An otherwise healthy 5-month-old girl presents with an asymptomatic, rapidly growing, firm, smooth nodule on the side of her left fifth finger since she was 2 months of age.
Bernard Cohen, MD
A healthy 3-year-old girl presents for evaluation of light brown spots on her trunk and extremities that have appeared over the last 2 years. The spots are not symptomatic but the girl’s parents are worried that she could have neurofibromatosis.
A 16-year-old girl presents to the clinic for acne follow-up and mentions that her palms wrinkle significantly after only a few minutes of immersion in water. She is otherwise well and has no significant past medical history.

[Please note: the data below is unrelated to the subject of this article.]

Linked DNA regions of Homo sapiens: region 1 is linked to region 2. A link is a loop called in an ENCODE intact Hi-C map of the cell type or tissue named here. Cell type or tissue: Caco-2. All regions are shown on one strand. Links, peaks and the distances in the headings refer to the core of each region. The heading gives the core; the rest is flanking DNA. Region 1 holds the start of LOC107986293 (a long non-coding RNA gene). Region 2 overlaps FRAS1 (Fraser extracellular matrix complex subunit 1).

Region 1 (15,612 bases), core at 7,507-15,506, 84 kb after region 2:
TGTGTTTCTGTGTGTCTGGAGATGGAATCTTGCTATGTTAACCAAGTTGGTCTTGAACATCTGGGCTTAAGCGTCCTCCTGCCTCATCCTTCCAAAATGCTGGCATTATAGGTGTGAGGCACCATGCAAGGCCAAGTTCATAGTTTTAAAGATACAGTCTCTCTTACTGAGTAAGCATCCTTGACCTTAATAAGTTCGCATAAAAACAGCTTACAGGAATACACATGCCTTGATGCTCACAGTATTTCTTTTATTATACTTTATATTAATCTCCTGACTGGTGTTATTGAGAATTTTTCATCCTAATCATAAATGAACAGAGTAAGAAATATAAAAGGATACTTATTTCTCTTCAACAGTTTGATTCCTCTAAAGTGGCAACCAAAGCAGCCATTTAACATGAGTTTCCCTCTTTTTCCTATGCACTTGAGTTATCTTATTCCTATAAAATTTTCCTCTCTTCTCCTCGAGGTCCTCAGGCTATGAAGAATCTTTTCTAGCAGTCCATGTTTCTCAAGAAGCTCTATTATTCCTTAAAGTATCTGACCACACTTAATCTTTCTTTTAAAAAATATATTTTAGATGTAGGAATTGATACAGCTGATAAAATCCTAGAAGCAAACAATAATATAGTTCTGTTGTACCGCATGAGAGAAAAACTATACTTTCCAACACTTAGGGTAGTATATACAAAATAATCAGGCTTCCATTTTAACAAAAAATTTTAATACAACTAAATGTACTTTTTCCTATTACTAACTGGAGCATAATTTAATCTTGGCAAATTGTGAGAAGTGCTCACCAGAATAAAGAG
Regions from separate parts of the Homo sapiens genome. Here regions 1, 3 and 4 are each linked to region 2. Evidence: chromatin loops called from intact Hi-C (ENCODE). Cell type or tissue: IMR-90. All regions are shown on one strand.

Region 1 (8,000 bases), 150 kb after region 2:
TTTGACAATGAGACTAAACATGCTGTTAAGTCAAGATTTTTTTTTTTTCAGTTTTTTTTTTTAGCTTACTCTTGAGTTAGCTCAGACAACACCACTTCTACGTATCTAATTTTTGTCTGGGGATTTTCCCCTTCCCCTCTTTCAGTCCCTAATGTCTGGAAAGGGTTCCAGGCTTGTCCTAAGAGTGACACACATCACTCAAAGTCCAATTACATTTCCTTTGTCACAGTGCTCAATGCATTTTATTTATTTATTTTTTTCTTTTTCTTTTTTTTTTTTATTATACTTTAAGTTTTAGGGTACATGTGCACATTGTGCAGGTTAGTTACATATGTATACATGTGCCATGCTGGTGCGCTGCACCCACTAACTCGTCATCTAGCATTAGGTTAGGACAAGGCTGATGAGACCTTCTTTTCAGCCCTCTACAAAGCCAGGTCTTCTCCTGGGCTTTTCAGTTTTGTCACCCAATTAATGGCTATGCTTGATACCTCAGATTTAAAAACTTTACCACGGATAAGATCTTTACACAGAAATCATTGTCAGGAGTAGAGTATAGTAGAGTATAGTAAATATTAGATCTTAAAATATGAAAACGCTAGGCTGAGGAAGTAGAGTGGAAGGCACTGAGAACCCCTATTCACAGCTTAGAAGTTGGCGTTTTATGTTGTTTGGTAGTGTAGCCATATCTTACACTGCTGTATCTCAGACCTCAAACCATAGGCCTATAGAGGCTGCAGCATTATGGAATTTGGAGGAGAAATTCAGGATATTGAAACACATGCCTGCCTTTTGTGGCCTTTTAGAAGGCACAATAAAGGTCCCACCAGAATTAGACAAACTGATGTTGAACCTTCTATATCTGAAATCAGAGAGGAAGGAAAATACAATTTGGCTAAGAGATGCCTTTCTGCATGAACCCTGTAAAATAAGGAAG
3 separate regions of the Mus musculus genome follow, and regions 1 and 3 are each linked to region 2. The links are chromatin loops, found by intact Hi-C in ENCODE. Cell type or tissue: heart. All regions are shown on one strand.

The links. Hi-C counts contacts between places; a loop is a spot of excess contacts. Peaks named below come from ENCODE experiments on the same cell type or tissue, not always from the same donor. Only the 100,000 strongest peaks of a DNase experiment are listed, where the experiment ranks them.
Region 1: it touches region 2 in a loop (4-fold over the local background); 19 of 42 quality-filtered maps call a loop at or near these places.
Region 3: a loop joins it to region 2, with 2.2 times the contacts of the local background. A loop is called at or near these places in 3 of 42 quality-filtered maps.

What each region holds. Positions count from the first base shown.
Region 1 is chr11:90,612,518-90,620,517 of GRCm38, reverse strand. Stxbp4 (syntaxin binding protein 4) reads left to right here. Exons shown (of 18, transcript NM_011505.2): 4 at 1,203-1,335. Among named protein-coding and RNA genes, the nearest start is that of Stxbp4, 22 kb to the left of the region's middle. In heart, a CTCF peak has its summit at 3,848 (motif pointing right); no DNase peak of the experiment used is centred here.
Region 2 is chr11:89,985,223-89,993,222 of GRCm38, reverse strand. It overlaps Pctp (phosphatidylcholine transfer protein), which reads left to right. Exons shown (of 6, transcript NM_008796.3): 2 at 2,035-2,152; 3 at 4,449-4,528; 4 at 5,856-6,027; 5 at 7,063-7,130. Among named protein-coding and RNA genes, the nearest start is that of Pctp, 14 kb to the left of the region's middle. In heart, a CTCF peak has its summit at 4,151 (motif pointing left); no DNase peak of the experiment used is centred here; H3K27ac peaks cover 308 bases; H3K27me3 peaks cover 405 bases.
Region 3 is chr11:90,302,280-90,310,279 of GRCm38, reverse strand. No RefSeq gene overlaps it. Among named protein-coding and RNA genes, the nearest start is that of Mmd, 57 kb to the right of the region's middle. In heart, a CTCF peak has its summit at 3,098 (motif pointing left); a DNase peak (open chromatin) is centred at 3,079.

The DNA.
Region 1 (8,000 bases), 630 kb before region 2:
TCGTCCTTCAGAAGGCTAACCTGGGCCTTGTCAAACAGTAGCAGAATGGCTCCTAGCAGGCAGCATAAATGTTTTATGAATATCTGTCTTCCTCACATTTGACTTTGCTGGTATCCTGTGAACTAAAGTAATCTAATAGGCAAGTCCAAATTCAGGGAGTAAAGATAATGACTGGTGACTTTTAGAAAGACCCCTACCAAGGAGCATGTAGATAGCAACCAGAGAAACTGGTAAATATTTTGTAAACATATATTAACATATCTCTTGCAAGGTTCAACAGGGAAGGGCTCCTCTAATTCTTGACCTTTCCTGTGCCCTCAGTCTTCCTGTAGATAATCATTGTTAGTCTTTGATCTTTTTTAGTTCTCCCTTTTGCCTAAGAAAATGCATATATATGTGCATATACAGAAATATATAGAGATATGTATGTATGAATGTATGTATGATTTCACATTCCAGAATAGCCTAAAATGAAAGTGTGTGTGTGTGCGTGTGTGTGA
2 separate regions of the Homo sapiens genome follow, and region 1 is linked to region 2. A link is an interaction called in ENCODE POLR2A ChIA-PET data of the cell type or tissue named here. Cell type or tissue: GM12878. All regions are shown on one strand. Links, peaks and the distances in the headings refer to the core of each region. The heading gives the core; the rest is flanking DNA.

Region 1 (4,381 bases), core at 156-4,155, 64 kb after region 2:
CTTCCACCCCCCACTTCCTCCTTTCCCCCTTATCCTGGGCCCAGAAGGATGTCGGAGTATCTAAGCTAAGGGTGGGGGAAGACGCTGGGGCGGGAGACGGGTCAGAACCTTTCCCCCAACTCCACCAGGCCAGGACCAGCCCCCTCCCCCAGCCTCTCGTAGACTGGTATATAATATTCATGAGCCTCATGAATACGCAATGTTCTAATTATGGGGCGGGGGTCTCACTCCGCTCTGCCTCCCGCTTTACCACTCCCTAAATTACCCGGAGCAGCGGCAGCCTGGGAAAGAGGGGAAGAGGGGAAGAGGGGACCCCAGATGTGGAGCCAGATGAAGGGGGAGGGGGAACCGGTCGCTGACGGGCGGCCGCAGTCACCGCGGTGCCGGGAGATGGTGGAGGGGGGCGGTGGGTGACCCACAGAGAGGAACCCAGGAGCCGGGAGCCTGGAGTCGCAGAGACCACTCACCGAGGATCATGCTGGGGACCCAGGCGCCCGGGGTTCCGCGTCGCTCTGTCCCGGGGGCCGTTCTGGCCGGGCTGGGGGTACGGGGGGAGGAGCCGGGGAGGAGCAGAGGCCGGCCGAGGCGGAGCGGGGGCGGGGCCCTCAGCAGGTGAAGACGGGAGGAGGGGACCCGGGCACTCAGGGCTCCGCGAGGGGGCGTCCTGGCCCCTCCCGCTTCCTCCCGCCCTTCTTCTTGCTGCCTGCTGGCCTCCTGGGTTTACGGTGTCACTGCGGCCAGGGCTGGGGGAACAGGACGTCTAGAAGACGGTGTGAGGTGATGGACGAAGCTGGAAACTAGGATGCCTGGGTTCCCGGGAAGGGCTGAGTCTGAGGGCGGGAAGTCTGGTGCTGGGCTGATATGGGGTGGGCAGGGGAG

An 8-year-old boy is brought to the office for evaluation of a persistent itchy rash on his extremities, trunk, and face. Although the rash has been present for longer than 3 months, individual skin lesions change from hour to hour and occasionally the rash clears completely only to recur several hours later. He is otherwise healthy with no known allergies, changes in diet, medication use, or recent illness.
An anxious mother brings her healthy 4-month-old daughter for evaluation of itchy pustules on both hands and feet. The eruption has persisted despite 2 courses of permethrin for scabies. The infant also was diagnosed with hand-foot-and-mouth syndrome and dyshidrotic eczema, but neither of these diseases fit clinically.
A 16-year-old boy develops a diffuse, rapidly progressive eruption on his trunk, face, and extremities 4 days after starting oral amoxicillin for presumed strep throat. He presents to the emergency department (ED) where Stevens-Johnson syndrome is considered. The ED physician notes no mucous membrane involvement.